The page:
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Title: Retrograde ERK activation waves drive base-to-apex multicellular flow in murine cochlear duct morphogenesis
Authors: Ishii, Mamoru
Tateya, Tomoko
Matsuda, Michiyuki  kyouindb  KAKEN_id  orcid https://orcid.org/0000-0002-5876-9969 (unconfirmed)
Hirashima, Tsuyoshi  kyouindb  KAKEN_id  orcid https://orcid.org/0000-0001-7323-9627 (unconfirmed)
Author's alias: 石井, 衛
楯谷, 智子
松田, 道行
平島, 剛志
Issue Date: 2021
Publisher: eLife Sciences Publications, Ltd
Journal title: eLife
Volume: 10
Thesis number: e61092
Abstract: A notable example of spiral architecture in organs is the mammalian cochlear duct, where the morphology is critical for hearing function. Genetic studies have revealed necessary signaling molecules, but it remains unclear how cellular dynamics generate elongating, bending, and coiling of the cochlear duct. Here, we show that extracellular signal-regulated kinase (ERK) activation waves control collective cell migration during the murine cochlear duct development using deep tissue live-cell imaging, Förster resonance energy transfer (FRET)-based quantitation, and mathematical modeling. Long-term FRET imaging reveals that helical ERK activation propagates from the apex duct tip concomitant with the reverse multicellular flow on the lateral side of the developing cochlear duct, resulting in advection-based duct elongation. Moreover, model simulations, together with experiments, explain that the oscillatory wave trains of ERK activity and the cell flow are generated by mechanochemical feedback. Our findings propose a regulatory mechanism to coordinate the multicellular behaviors underlying the duct elongation during development.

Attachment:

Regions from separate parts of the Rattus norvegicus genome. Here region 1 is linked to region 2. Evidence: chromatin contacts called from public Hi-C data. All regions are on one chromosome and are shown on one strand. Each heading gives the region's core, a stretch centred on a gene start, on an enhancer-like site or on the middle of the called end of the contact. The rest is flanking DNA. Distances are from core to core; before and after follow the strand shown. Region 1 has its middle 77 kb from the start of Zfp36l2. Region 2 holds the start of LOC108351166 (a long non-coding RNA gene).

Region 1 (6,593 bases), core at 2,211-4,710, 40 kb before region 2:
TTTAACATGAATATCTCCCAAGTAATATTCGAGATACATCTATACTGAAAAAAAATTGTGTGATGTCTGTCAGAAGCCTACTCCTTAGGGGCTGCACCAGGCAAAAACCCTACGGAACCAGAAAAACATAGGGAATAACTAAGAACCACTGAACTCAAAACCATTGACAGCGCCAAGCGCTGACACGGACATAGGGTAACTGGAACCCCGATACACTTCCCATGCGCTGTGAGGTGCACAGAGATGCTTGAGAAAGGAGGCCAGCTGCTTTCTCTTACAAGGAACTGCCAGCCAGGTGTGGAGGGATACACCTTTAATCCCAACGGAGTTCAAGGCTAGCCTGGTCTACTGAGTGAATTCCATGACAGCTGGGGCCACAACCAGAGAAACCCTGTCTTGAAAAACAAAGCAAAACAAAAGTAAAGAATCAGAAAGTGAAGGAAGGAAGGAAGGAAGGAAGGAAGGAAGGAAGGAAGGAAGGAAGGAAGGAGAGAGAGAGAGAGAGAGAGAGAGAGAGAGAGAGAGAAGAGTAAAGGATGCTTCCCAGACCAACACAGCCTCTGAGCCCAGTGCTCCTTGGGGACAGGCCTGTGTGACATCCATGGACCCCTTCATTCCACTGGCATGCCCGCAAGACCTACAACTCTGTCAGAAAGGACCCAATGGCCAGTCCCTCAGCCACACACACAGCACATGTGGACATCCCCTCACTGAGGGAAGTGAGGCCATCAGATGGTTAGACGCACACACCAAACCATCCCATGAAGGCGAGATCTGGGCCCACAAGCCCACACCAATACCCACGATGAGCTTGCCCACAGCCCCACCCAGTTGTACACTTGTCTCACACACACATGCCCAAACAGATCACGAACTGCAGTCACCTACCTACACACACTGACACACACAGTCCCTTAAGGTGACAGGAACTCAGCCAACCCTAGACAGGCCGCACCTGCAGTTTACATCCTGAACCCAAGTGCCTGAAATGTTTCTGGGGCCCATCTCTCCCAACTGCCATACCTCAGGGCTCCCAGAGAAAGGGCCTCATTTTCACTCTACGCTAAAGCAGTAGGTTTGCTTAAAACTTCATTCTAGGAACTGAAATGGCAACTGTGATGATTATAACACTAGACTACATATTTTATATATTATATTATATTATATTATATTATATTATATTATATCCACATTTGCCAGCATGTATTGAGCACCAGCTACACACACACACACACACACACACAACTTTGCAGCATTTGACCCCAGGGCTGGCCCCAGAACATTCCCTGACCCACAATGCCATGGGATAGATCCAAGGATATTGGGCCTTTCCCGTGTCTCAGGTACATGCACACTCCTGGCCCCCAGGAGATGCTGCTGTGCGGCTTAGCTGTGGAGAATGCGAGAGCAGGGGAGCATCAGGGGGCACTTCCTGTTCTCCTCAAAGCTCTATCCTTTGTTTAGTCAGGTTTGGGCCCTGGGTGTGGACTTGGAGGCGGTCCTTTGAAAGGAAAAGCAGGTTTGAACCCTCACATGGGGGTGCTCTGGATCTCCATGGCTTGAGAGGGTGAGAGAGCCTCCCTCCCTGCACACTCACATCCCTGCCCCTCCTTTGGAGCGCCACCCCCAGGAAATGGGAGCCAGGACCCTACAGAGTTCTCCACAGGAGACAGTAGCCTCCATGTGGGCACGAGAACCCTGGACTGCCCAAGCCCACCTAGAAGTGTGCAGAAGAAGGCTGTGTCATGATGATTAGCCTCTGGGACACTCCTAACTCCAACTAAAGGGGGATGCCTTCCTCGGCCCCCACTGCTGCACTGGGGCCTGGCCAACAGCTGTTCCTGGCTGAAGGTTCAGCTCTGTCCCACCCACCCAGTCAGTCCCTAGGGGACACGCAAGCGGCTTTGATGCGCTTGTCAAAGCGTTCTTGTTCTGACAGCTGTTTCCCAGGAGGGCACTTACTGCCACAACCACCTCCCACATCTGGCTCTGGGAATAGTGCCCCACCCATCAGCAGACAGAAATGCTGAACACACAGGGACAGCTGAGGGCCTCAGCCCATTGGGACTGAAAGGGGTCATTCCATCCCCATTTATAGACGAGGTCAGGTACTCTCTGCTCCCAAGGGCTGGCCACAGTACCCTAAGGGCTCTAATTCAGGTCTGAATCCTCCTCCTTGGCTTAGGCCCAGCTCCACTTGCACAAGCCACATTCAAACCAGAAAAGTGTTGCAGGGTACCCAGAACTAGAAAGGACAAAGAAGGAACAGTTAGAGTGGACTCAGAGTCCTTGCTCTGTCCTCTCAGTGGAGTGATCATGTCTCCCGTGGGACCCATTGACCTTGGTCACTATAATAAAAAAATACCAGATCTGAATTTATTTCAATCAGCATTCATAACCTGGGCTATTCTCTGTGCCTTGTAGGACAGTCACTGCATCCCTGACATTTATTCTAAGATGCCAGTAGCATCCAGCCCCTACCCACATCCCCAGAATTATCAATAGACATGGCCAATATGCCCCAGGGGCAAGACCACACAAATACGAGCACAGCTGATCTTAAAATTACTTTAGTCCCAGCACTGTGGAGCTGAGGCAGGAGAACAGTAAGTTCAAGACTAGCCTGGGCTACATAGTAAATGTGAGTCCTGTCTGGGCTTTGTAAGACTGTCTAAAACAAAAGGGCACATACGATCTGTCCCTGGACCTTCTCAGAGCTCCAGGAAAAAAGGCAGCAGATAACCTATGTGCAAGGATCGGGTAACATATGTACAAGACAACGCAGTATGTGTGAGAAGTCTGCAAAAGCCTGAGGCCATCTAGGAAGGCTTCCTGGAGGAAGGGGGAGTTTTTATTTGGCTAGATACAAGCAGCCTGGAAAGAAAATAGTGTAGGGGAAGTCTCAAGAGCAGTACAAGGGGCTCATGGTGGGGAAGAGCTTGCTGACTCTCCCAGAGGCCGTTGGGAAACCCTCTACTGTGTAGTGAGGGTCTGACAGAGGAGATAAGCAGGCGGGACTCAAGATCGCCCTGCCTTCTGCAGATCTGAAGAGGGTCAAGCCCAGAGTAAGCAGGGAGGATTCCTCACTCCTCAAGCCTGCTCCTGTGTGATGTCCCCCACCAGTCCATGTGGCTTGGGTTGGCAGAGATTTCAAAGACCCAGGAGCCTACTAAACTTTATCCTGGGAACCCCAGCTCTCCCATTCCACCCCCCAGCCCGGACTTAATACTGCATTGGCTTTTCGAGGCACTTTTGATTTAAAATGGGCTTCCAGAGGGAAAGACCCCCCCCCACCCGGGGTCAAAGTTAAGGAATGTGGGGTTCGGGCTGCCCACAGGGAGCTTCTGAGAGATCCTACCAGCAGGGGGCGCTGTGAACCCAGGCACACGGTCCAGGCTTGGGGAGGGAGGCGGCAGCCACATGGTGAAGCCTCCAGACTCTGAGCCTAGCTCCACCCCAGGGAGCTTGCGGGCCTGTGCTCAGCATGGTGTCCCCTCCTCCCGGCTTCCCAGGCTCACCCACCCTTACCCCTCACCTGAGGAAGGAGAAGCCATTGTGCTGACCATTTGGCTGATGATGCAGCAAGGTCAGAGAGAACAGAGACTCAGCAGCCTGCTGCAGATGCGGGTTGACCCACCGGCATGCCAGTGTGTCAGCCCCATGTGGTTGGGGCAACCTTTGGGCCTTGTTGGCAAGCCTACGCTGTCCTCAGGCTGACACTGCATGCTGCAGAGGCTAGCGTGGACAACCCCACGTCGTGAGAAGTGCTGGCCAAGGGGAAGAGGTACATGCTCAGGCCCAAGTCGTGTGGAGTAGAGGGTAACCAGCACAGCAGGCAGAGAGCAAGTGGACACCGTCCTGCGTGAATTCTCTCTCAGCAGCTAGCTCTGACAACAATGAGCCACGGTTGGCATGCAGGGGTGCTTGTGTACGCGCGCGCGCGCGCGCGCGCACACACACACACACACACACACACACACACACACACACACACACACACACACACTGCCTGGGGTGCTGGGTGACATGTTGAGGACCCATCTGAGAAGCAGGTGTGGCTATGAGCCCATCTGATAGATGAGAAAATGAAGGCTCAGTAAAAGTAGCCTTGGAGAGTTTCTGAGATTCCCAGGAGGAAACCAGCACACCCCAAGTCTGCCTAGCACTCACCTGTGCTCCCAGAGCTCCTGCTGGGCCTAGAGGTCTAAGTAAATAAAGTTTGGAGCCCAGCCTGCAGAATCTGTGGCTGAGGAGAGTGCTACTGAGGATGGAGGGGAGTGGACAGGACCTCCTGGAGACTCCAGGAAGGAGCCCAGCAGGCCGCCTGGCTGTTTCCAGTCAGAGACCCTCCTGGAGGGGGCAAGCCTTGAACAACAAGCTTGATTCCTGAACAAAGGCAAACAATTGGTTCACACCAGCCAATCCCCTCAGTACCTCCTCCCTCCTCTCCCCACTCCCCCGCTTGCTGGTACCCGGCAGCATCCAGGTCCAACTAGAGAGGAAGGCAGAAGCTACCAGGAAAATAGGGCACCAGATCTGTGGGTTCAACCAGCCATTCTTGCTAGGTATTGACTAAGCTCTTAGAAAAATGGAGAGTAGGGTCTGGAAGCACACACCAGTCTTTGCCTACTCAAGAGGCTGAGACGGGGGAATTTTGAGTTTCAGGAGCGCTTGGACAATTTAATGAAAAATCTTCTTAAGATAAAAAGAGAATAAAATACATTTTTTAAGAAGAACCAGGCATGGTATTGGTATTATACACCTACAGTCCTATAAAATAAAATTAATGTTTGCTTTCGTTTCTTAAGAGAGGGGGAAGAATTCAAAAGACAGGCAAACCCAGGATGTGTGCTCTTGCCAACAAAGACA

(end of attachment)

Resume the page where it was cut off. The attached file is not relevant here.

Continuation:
Description: うずまき管の伸⻑を司る分子活性と細胞群の波を発見 --綱引きによる細胞群の流れと臓器の成長--. 京都大学プレスリリース. 2021-03-09.
Rights: © 2021, Ishii et al. This article is distributed under the terms of the Creative Commons Attribution License, which permits unrestricted use and redistribution provided that the original author and source are credited.
URI: http://hdl.handle.net/2433/261907
DOI(Published Version): 10.7554/eLife.61092
PubMed ID: 33667159
Related Link: https://www.kyoto-u.ac.jp/ja/research-news/2021-03-09-0
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